There are only two types of enterprise software:
- Software that buy IT departments, and
- Software that buy people from a Busines s Unit.
In the first group you can find the “usual suspects”: Oracle, Microsoft, IBM, etc… IT departments usually buy something that they can use for more than one project – they don’t buy an Oracle license and setup a different database server for every application.
Usually it is difficult to sell something to an IT department; but there are some opportunities as well: it’s usual to see shrinking IT budgets even in “good” years – price and/or total cost of ownership is an important selling point here. New, disruptive technology (that affects TCO) can also make you sell something; but it’s harder to justify.
Selling to the second group – Business Units – may be easier to sell to an IT department. Usually Business Units don’t manage their own IT (there are some exceptions, but this is he rule); instead BU people consume IT services from the central IT department and they hate it because IT is not flexible enough form them. Remember that word: FLEXIBILITY is your primary selling point.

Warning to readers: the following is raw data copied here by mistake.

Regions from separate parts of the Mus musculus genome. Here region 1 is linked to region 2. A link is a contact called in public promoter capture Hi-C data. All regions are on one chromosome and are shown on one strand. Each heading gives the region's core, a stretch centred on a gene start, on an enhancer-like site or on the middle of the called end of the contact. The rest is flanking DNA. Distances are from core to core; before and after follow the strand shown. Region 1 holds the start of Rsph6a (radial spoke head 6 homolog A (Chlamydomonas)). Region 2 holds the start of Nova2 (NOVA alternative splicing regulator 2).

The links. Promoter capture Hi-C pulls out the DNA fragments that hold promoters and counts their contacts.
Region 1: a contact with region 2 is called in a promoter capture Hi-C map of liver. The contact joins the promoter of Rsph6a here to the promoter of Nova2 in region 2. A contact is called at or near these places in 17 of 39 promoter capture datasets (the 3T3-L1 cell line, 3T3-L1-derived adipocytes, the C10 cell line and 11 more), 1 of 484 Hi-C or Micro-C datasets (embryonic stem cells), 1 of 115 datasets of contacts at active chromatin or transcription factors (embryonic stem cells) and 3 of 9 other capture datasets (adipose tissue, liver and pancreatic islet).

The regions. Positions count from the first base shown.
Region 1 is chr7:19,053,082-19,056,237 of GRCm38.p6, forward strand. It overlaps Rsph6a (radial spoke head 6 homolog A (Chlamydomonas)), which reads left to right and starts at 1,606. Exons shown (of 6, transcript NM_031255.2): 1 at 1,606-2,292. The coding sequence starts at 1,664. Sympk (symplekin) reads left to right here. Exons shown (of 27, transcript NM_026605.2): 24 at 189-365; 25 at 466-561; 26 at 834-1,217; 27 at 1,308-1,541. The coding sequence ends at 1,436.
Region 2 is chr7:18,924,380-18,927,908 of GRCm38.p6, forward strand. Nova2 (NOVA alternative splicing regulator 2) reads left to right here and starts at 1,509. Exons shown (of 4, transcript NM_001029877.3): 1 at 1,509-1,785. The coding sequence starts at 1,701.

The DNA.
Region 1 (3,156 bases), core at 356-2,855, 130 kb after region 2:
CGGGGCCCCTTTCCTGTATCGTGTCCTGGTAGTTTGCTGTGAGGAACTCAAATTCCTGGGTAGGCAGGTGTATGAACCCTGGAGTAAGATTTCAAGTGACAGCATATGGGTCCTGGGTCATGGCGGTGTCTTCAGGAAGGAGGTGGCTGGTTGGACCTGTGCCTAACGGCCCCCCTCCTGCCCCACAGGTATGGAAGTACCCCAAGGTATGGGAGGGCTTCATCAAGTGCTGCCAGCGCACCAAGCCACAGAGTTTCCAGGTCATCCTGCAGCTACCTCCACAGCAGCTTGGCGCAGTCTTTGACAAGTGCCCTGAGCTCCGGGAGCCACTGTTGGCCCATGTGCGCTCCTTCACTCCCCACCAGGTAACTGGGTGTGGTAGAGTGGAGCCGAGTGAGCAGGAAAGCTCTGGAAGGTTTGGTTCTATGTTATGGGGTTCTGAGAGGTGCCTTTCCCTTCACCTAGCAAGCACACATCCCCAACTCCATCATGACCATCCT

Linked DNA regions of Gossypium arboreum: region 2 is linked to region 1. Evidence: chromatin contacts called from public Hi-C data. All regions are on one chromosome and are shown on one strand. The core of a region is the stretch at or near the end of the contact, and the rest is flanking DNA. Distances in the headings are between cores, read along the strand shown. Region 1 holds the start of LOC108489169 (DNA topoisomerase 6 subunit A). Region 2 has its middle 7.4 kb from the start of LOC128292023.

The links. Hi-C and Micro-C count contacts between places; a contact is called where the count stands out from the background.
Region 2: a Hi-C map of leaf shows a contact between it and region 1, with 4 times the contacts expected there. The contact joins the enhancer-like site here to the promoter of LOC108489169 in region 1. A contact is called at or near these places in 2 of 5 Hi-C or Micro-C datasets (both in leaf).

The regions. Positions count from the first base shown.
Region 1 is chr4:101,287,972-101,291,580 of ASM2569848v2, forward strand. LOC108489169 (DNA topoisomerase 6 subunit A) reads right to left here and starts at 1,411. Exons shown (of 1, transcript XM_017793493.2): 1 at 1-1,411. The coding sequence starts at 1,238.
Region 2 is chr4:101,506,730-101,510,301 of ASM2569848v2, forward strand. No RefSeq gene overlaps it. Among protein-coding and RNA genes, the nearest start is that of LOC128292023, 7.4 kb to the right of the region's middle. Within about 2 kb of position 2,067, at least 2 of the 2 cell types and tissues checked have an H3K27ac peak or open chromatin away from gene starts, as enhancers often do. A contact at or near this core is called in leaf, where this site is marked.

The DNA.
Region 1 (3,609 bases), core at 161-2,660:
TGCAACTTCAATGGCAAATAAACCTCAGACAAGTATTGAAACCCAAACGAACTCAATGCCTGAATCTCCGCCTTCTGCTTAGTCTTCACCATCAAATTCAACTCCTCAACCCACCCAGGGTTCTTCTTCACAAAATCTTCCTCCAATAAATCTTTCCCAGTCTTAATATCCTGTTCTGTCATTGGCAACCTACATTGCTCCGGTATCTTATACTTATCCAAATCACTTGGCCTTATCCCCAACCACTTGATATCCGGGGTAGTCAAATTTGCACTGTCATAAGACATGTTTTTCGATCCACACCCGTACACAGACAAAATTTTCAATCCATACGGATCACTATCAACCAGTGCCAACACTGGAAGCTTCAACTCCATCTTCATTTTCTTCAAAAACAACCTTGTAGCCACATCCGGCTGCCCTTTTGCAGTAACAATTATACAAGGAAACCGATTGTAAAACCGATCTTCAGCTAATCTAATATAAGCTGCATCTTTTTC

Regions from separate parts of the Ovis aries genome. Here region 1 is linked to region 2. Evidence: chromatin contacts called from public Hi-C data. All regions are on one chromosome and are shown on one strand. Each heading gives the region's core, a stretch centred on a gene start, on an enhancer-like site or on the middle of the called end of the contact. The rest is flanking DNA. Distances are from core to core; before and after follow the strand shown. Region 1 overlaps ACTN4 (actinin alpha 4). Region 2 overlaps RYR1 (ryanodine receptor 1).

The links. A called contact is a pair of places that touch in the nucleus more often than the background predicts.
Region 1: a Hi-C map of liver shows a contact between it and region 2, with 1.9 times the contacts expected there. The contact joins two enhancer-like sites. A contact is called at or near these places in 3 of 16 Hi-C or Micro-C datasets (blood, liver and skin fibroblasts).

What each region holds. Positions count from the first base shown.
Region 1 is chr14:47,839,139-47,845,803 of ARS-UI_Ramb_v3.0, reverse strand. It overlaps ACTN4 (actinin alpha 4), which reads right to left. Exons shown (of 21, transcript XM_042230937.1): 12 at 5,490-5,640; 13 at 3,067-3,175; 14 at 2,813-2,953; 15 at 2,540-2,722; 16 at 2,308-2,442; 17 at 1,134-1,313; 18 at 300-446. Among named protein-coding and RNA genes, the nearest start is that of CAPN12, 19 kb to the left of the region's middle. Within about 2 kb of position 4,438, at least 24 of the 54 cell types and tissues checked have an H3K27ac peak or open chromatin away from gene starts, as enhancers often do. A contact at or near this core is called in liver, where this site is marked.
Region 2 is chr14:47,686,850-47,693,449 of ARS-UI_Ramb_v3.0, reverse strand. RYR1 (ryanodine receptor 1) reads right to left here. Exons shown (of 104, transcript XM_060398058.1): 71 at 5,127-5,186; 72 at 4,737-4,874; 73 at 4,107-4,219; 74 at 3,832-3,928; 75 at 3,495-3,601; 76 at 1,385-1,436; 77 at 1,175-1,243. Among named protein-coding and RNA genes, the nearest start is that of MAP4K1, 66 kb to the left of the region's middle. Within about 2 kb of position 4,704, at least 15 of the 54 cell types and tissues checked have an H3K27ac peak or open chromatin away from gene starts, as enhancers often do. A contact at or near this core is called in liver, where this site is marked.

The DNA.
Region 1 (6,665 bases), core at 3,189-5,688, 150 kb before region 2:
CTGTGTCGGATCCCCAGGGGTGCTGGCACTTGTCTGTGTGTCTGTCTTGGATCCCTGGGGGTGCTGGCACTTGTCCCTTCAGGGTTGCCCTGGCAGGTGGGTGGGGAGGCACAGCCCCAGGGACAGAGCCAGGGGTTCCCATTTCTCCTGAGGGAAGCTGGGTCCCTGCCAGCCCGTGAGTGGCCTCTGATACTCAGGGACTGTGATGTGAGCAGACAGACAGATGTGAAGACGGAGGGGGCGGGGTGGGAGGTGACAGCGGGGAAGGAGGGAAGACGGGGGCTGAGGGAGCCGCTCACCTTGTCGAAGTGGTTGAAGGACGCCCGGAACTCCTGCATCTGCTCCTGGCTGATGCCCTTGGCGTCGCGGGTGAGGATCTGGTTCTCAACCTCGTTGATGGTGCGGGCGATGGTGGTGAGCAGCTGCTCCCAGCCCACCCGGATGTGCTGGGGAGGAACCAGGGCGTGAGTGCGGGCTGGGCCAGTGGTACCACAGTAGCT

A Business Unit will buy all hardware, software, or services they need to do the job. They don’t expect their recently purchased 24-core server / great new project management software is able to do more that they initially asked for. They had a problem, figured out a solution, and bought it. Period.